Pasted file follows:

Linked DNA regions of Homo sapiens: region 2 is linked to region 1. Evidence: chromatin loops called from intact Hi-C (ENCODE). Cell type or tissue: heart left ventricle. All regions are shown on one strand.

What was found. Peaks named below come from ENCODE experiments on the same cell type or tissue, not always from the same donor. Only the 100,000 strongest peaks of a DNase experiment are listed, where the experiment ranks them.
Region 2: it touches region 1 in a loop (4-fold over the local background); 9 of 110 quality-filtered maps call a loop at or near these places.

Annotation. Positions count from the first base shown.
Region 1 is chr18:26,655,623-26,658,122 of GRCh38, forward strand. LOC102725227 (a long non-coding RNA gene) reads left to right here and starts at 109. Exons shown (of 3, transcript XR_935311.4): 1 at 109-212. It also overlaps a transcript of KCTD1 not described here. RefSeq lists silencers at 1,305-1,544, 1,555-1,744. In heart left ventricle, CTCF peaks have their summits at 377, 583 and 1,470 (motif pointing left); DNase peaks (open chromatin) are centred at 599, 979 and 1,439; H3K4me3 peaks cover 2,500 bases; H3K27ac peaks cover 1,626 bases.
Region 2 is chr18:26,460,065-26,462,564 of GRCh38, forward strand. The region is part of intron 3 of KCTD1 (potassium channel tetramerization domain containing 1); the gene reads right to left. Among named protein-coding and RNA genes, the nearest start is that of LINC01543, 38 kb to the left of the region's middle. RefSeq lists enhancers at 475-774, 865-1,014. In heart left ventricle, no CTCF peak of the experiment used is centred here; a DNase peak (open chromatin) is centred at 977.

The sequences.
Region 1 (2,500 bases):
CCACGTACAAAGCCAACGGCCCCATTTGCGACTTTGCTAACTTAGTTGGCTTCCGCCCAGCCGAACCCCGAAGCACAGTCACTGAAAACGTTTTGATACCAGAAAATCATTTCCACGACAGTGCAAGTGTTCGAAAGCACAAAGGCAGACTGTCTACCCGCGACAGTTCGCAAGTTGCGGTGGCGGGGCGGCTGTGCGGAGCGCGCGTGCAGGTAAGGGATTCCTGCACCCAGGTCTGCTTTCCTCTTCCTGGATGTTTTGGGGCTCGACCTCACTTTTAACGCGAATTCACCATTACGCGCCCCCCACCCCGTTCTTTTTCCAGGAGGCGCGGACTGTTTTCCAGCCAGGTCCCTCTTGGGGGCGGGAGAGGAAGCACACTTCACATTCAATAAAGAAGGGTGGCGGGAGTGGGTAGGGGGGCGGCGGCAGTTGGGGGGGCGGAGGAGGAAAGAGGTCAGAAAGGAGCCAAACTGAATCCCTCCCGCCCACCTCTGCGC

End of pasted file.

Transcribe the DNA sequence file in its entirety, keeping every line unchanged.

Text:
Linked DNA regions of Homo sapiens: region 2 is linked to region 1. Evidence: chromatin loops called from intact Hi-C (ENCODE). Cell type or tissue: heart left ventricle. All regions are shown on one strand.

What was found. Peaks named below come from ENCODE experiments on the same cell type or tissue, not always from the same donor. Only the 100,000 strongest peaks of a DNase experiment are listed, where the experiment ranks them.
Region 2: it touches region 1 in a loop (4-fold over the local background); 9 of 110 quality-filtered maps call a loop at or near these places.

Annotation. Positions count from the first base shown.
Region 1 is chr18:26,655,623-26,658,122 of GRCh38, forward strand. LOC102725227 (a long non-coding RNA gene) reads left to right here and starts at 109. Exons shown (of 3, transcript XR_935311.4): 1 at 109-212. It also overlaps a transcript of KCTD1 not described here. RefSeq lists silencers at 1,305-1,544, 1,555-1,744. In heart left ventricle, CTCF peaks have their summits at 377, 583 and 1,470 (motif pointing left); DNase peaks (open chromatin) are centred at 599, 979 and 1,439; H3K4me3 peaks cover 2,500 bases; H3K27ac peaks cover 1,626 bases.
Region 2 is chr18:26,460,065-26,462,564 of GRCh38, forward strand. The region is part of intron 3 of KCTD1 (potassium channel tetramerization domain containing 1); the gene reads right to left. Among named protein-coding and RNA genes, the nearest start is that of LINC01543, 38 kb to the left of the region's middle. RefSeq lists enhancers at 475-774, 865-1,014. In heart left ventricle, no CTCF peak of the experiment used is centred here; a DNase peak (open chromatin) is centred at 977.

The sequences.
Region 1 (2,500 bases):
CCACGTACAAAGCCAACGGCCCCATTTGCGACTTTGCTAACTTAGTTGGCTTCCGCCCAGCCGAACCCCGAAGCACAGTCACTGAAAACGTTTTGATACCAGAAAATCATTTCCACGACAGTGCAAGTGTTCGAAAGCACAAAGGCAGACTGTCTACCCGCGACAGTTCGCAAGTTGCGGTGGCGGGGCGGCTGTGCGGAGCGCGCGTGCAGGTAAGGGATTCCTGCACCCAGGTCTGCTTTCCTCTTCCTGGATGTTTTGGGGCTCGACCTCACTTTTAACGCGAATTCACCATTACGCGCCCCCCACCCCGTTCTTTTTCCAGGAGGCGCGGACTGTTTTCCAGCCAGGTCCCTCTTGGGGGCGGGAGAGGAAGCACACTTCACATTCAATAAAGAAGGGTGGCGGGAGTGGGTAGGGGGGCGGCGGCAGTTGGGGGGGCGGAGGAGGAAAGAGGTCAGAAAGGAGCCAAACTGAATCCCTCCCGCCCACCTCTGCGC